Moms & Pregnancy
If you are a mom, you need to know that fresh raw eggs carry food safety risks—mainly foodborne illness (food poisoning) from Salmonella bacteria. Raw eggs or undercooked eggs are the most common source of Salmonella illness (salmonellosis) in the U.S. today! Because of this, the US Department of Agriculture (USDA) does not recommend eating raw eggs that are not cooked (or raw eggs that are undercooked). But it also states, "In-shell pasteurized eggs may be used safely without cooking."
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Pregnancy & Food Safety
If you are pregnant, the Food and Drug Administration (FDA) cautions, "During pregnancy, your immune system is weakened, which makes it harder for your body to fight off harmful foodborne microorganisms that cause foodborne illness."
How can you safeguard the health of yourself and your baby? Here are some tips from the FDA:
- Avoid raw or undercooked fish. Raw fish (such as sushi or sashimi) or foods made with raw fish are more likely to contain parasites or bacteria than foods made from cooked fish. Don't eat raw or undercooked finfish or shellfish (including oysters, clams, and mussels).
- Avoid raw sprouts of any kind (including alfalfa, clover, and radish). These can harbor dangerous bacteria such as Salmonella and E. coli.
- Avoid juice by the glass. Juices that are fresh squeezed and sold by the glass, at some juice bars, for example, may not be pasteurized or otherwise treated to ensure their safety. Warning labels are not required on these products. Pregnant women and young children should avoid all unpasteurized juices.
- Avoid raw or undercooked eggs (if they have not been pasteurized). Remember it's not just whole eggs or sunny side up eggs, but favorite dishes containing fresh eggs—like Caesar salad dressing, custards, smoothies, and some sauces. (Pasteurized Safest Choice™ eggs are safe, because they eliminate Salmonella bacteria with an all natural, warm water pasteurization process.)
- Insist on well-cooked foods. When eating out, always request that your food be cooked thoroughly, especially meat, poultry, fish, and eggs. When a hot meal is served, make sure it's piping hot and thoroughly cooked. If it's lukewarm, send it back.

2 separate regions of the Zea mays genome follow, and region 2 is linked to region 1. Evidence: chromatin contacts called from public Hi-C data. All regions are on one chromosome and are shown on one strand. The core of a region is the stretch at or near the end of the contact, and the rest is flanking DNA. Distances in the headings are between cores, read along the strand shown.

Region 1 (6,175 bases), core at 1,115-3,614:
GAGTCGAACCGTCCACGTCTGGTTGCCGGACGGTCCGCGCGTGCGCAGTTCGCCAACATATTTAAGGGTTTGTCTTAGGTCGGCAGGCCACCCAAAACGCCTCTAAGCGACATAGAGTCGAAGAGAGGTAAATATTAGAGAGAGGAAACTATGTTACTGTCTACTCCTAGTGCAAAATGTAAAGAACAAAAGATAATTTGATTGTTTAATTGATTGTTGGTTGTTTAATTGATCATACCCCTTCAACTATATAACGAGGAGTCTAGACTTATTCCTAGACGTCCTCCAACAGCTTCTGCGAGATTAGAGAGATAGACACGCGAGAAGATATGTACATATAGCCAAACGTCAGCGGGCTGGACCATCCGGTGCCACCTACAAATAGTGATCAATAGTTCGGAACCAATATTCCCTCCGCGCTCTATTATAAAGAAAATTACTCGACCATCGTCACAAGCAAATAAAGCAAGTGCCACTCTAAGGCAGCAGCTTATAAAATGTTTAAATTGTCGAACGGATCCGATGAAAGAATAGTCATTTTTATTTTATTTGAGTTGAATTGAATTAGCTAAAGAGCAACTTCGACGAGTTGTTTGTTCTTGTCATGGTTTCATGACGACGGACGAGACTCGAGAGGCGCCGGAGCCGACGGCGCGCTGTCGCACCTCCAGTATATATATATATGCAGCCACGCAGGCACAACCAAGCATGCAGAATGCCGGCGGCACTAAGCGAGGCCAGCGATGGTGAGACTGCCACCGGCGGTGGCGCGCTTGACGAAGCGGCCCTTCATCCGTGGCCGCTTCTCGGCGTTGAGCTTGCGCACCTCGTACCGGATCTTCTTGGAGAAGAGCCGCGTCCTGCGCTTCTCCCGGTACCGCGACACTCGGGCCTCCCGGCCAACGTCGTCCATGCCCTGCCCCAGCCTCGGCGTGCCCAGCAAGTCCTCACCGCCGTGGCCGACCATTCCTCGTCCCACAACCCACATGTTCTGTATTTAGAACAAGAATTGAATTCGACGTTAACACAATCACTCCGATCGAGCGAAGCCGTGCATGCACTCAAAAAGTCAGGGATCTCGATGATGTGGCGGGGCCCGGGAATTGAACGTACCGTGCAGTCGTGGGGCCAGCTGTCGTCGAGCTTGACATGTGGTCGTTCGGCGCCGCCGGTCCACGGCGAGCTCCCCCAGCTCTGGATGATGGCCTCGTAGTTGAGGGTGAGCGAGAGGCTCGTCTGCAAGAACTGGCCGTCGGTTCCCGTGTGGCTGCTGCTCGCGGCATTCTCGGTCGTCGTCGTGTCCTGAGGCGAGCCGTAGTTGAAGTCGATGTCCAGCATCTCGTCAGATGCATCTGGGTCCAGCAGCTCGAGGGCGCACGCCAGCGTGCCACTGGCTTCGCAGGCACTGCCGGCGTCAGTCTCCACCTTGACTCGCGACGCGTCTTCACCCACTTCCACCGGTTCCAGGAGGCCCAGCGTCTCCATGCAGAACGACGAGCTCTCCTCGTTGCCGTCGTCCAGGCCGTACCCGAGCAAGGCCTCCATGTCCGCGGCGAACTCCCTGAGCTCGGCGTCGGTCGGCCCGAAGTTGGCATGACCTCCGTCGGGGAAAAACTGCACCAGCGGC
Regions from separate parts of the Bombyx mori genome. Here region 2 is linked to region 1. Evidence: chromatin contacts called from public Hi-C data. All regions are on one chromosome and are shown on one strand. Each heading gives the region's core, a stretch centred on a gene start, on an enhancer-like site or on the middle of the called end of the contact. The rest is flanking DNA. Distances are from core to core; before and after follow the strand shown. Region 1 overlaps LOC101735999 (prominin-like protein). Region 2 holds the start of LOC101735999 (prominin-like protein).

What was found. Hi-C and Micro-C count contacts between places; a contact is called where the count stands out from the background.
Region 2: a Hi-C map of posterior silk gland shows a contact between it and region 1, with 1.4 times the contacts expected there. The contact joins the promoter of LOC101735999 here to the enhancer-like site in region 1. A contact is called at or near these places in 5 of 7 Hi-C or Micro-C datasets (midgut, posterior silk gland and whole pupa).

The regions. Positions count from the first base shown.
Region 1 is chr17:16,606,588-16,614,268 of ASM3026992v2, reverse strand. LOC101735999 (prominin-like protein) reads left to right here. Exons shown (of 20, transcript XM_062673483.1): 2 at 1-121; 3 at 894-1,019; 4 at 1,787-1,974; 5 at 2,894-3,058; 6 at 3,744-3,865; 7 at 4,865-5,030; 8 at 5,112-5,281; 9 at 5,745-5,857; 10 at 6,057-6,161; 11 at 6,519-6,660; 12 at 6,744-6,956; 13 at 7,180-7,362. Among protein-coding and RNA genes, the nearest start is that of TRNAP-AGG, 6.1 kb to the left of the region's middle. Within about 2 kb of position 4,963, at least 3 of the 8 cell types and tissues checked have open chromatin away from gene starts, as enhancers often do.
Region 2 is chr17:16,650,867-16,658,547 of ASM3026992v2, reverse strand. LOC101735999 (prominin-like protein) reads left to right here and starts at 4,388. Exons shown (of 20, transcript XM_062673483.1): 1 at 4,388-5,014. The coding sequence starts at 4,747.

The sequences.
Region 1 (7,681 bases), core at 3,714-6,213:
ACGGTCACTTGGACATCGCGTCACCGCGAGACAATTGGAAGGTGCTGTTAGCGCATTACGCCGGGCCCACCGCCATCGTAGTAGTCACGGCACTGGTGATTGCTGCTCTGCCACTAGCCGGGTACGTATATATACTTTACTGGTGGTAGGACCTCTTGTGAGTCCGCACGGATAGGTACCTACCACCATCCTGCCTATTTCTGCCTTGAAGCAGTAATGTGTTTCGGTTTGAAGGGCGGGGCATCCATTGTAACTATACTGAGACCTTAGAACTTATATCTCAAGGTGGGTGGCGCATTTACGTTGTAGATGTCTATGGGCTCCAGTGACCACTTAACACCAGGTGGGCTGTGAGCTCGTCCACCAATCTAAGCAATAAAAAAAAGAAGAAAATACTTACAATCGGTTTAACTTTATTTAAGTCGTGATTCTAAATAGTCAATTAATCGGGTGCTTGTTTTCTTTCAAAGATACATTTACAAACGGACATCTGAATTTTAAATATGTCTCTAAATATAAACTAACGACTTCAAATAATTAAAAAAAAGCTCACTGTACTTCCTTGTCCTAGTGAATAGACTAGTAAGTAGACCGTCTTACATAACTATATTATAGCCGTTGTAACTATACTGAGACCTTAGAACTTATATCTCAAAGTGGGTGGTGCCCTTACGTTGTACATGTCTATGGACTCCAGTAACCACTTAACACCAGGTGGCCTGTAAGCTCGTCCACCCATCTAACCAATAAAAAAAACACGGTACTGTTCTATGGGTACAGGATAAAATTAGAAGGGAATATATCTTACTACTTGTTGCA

Keep in mind that at this vulnerable time, there are many food safety risks. For example, pregnant women are 20 times more likely to get sick from Listeria bacteria, as compared with other healthy adults. Listeriosis (the foodborne illness) can injure mom and baby, sometimes resulting in stillbirth. Common sources are unpasteurized milk and cheeses. Examples are Feta, Brie, Camembert, blue-veined cheeses, queso blanco, and queso fresco cheeses. As with eggs, one of the best safeguards is to choose pasteurized cheeses and dairy products. The FDA cautions:
- Do not eat raw (unpasteurized) milk or foods that contain unpasteurized milk.
- If you're buying cheese, make sure the label says: made with pasteurized milk.
Deli-style meats, hot dogs, and smoked fish are also sources of Listeria. It's important to check dates on these products, and keep them cold, as Listeria germs grow (slowly) even under refrigeration. During pregnancy, the FDA advises avoiding deli meats and smoked fish, unless you are cooking them.
About 85% of pregnant women in the U.S. are at risk of being infected with toxoplasmosis, another foodborne illness, says the FDA. This is a parasite found in raw and undercooked meat; unwashed fruits and vegetables; water; dust; soil; dirty cat-litter boxes; and outdoor places where cat feces can be found. It can cause an illness called toxoplasmosis that can be particularly harmful to you and your unborn baby. Washing your hands and cooking food thoroughly are two of the steps you can take to protect yourself and your baby.
Mercury in fish is another food safety risk for pregnant women. The FDA recommends limiting your intake of large fish, such as swordfish, tilefish, king mackerel, and shark.
For more information about safe food choices during pregnancy, see the Checklist of Foods to Avoid During Pregnancy.
Food safety for your family
Moms, if you are concerned about food safety, there are steps you can take to keep your family safe from foodborne illness. The USDA recommends four basic steps to food safety in your household:
- CLEAN: Wash hands and surfaces often
- SEPARATE: Don't cross-contaminate!
- COOK: Cook to proper temperature
- CHILL: Refrigerate promptly